Keywords:
alveolar bone loss; obesity; oxidative stress; hydrogen-rich water; animal disease model

1. Introduction

Obesity, defined as abnormal or excessive fat accumulation that increases the risk of chronic disease, has been increasingly linked with periodontal disease. Reports show that individuals who become obese have a higher risk of developing periodontal disease (relative risk (RR) = 1.33, 95% confidence interval (CI) = 1.21–1.47) compared with counterparts of normal weight [1]. Obese individuals have also been shown to have a significantly higher risk of experiencing periodontal disease progression than individuals with normal weight after adjusting for important co-factors (RR = 1.36, 95% CI = 1.04–1.78) [2]. These observations indicate that obesity is a risk for periodontal disease.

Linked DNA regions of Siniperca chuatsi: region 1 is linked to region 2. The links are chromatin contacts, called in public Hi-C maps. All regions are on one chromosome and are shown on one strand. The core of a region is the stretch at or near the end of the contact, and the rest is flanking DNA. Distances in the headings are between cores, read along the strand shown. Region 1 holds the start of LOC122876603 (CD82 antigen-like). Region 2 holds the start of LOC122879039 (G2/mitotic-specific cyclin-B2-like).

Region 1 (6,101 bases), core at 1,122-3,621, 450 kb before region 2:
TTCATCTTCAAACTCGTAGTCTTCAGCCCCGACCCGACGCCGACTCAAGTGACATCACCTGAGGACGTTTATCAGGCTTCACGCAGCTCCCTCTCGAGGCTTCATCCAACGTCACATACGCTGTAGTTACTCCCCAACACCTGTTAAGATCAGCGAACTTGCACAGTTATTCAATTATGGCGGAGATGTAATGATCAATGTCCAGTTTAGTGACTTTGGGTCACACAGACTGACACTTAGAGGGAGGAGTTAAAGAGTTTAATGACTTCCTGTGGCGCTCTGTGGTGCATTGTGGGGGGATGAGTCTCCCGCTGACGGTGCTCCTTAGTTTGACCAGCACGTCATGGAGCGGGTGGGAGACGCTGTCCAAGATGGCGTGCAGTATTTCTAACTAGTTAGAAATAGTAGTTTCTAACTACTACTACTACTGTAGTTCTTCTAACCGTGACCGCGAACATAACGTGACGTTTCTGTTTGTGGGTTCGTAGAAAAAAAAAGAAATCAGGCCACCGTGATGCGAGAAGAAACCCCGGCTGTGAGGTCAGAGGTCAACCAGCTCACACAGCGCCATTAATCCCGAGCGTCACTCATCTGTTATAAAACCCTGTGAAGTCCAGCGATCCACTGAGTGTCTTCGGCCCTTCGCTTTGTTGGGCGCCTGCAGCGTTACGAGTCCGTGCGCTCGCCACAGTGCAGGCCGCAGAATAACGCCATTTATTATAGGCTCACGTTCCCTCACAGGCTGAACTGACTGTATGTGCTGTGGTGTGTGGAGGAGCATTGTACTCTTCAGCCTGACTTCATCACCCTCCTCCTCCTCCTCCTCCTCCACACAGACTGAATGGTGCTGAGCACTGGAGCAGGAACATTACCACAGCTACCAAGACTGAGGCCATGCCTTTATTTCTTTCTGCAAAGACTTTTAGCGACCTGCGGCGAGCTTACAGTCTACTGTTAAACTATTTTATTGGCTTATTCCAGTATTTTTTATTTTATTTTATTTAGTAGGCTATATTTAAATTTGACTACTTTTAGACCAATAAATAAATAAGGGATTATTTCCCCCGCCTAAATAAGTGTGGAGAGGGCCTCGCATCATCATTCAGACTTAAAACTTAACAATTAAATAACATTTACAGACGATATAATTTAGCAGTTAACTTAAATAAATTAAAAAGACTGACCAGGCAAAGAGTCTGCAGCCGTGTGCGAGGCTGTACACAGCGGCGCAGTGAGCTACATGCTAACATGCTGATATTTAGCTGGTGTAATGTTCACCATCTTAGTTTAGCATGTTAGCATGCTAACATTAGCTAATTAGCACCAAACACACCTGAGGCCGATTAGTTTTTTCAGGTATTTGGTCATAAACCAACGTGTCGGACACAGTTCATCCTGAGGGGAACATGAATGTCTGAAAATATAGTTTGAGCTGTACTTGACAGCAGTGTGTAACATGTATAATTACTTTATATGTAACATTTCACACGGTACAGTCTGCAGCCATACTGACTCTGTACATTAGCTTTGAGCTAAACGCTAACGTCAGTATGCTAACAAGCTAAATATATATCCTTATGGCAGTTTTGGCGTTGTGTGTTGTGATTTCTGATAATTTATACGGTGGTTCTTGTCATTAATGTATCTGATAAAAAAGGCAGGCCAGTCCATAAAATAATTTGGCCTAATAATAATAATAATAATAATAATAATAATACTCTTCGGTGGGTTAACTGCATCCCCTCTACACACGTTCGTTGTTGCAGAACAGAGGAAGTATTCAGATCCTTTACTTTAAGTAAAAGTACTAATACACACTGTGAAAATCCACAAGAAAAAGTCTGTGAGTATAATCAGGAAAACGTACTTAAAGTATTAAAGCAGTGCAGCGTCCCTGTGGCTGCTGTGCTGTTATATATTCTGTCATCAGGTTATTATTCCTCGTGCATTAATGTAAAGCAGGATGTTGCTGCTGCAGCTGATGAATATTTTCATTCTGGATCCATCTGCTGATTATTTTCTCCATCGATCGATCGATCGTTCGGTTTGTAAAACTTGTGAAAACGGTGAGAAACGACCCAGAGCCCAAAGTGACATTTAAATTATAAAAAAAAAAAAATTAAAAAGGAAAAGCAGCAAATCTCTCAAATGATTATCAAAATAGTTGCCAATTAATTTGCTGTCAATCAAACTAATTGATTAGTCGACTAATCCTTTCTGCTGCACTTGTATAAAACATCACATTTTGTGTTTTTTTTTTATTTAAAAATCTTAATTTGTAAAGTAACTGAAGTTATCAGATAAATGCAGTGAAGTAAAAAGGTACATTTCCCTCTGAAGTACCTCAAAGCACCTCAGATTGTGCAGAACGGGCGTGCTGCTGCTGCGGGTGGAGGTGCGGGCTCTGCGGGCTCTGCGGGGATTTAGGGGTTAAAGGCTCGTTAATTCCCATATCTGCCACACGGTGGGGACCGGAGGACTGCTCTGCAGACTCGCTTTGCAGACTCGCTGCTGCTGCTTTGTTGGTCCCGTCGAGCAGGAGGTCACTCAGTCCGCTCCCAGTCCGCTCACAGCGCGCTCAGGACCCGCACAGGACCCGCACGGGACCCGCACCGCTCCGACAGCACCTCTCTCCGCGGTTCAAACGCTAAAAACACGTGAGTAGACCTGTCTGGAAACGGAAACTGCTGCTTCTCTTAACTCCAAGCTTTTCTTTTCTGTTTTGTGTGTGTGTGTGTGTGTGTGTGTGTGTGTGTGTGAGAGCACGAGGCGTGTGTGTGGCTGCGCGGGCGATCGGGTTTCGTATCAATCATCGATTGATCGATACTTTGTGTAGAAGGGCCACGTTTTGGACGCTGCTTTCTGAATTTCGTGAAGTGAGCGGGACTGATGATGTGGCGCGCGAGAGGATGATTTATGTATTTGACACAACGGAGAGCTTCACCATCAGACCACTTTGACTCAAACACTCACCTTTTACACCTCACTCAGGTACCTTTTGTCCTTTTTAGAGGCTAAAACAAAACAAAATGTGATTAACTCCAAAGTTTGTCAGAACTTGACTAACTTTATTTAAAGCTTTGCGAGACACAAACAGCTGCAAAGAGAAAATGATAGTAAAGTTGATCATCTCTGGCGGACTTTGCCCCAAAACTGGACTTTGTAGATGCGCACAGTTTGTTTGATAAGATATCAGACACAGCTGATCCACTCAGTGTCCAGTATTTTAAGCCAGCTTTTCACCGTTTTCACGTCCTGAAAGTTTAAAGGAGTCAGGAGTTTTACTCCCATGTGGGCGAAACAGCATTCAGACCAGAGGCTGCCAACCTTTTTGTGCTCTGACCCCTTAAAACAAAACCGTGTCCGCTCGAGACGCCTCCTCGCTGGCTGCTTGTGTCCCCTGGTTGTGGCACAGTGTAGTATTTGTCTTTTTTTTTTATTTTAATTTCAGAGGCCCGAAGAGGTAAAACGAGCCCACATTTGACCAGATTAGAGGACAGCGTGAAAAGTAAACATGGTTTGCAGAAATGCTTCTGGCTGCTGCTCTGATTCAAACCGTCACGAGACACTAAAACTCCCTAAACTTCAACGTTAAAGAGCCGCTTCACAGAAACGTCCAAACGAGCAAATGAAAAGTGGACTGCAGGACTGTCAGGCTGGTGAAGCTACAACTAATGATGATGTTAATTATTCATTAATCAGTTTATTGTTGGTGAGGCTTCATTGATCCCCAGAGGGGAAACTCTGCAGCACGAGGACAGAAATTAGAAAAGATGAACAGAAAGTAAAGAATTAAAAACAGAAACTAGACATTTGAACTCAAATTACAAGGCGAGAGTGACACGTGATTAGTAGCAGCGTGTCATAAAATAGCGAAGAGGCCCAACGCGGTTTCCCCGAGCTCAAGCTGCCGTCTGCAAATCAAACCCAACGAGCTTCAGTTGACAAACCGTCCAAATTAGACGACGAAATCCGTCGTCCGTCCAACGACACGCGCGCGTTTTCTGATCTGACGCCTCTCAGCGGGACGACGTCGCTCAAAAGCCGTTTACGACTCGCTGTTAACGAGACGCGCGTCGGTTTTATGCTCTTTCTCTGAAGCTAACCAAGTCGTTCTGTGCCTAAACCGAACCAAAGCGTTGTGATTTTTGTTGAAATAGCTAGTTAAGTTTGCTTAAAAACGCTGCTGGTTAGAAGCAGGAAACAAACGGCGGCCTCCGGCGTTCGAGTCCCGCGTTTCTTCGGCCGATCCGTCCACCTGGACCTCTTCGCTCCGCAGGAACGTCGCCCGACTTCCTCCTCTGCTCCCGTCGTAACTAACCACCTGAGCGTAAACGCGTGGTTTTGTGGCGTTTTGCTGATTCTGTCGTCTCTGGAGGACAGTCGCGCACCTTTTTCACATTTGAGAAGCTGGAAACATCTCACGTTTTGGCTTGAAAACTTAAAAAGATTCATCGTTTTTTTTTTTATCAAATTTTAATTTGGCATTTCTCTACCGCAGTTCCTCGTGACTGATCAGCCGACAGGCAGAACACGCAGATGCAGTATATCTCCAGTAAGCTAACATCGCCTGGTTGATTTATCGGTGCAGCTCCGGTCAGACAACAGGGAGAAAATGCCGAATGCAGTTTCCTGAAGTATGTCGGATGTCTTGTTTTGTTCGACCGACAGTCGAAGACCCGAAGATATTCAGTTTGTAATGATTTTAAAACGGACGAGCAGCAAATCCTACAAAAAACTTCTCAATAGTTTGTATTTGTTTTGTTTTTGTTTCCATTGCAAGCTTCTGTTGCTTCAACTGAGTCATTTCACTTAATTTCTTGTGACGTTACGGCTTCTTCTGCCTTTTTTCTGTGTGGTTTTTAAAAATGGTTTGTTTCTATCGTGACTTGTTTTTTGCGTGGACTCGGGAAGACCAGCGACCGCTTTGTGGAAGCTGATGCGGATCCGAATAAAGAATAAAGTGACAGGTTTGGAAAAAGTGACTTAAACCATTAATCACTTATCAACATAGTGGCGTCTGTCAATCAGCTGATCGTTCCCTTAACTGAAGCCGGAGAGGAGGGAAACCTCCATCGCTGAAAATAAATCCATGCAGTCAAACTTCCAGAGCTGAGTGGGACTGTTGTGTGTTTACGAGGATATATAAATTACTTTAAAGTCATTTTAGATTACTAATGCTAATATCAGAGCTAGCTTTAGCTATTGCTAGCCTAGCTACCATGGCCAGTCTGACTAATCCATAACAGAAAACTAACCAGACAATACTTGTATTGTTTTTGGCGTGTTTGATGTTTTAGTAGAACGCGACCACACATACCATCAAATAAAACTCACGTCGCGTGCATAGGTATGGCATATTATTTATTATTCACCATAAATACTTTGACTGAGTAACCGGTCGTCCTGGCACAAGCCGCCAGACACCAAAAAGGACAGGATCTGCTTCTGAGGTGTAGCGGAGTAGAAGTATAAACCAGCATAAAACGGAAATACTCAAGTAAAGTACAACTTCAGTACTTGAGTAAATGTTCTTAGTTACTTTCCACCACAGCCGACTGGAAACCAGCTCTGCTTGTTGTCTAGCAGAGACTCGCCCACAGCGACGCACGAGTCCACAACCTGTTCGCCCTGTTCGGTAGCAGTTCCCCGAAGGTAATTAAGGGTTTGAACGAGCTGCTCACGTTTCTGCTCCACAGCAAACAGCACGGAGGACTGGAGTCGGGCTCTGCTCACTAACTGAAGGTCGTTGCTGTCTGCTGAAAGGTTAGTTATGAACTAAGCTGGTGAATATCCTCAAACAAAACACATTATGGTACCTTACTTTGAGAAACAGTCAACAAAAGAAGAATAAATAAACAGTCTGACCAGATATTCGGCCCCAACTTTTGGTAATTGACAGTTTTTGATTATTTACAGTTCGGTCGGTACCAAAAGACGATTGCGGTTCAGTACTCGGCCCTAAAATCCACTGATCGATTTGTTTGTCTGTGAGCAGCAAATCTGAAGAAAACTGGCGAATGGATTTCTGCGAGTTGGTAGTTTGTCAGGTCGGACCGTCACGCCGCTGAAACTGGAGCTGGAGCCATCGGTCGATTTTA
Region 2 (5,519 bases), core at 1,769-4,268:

Obesity is associated with a systemic increase in reactive oxygen species (ROS) production [3,4]. Although ROS are products of normal cellular metabolism, overproduction of ROS induces oxidative stress by damaging DNA, lipids, and protein [5]. Oxidative stress plays a crucial role in the pathogenesis of a number of diseases, including periodontal disease [6]. In vitro studies have shown that oxidative stress stimulates osteoclast differentiation [7,8]. Animal studies have also suggested that oxidative stress is involved in the progression of alveolar bone resorption [9,10,11,12]. In a recent review, the basis for the relationship between obesity and periodontitis lies at a fundamental intracellular level, which includes oxidative stress [13]. Thus, gingival oxidative stress due to obesity may induce the progression of periodontal disease through increased alveolar bone resorption.